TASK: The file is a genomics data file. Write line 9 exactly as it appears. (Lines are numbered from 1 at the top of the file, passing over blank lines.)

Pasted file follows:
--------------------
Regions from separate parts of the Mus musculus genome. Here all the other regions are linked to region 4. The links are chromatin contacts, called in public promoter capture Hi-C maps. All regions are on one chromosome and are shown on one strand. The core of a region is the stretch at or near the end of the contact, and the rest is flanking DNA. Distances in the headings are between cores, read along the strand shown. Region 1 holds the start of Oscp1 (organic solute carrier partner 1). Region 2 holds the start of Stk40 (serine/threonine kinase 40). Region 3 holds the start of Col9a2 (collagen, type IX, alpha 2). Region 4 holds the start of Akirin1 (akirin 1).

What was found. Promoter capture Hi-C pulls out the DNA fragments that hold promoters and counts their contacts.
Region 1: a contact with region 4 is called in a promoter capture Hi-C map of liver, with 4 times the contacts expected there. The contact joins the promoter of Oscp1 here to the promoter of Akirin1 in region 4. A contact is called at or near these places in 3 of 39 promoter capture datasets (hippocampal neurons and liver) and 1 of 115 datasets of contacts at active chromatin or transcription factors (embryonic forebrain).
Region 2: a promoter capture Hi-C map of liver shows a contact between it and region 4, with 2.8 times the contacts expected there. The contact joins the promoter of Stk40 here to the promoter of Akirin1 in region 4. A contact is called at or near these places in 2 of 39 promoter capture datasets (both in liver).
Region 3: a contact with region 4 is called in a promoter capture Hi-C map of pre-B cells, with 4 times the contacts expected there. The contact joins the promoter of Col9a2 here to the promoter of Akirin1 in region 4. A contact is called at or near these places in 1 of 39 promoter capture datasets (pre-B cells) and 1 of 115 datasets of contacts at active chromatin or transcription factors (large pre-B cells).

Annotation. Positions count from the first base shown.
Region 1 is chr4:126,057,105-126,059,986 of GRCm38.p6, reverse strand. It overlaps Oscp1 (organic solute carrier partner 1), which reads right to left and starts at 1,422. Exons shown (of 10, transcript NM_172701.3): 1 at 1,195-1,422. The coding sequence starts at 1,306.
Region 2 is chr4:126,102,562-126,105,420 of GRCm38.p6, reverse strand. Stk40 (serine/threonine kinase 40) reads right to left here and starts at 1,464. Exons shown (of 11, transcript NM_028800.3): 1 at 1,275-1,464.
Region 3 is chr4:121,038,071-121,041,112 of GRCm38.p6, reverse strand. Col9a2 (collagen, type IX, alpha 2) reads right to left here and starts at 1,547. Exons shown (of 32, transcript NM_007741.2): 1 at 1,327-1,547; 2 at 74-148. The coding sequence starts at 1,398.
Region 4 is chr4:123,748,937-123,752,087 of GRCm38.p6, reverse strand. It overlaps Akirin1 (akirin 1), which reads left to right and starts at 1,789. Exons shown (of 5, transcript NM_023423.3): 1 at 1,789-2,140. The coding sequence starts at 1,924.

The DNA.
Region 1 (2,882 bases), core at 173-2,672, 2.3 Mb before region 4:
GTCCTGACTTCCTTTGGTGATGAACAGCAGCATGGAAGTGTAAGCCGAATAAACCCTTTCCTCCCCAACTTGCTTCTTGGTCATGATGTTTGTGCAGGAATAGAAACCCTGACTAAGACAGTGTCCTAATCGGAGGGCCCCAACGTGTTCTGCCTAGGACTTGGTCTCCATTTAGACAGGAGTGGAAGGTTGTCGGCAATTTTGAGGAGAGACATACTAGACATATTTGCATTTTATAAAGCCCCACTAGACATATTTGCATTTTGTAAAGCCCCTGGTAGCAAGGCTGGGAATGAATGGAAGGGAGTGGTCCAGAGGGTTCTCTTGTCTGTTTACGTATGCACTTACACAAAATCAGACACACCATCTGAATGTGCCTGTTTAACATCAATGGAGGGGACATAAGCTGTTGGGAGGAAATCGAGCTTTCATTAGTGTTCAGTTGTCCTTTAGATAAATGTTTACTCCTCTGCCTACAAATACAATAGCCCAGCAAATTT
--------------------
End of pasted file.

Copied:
Region 3 is chr4:121,038,071-121,041,112 of GRCm38.p6, reverse strand. Col9a2 (collagen, type IX, alpha 2) reads right to left here and starts at 1,547. Exons shown (of 32, transcript NM_007741.2): 1 at 1,327-1,547; 2 at 74-148. The coding sequence starts at 1,398.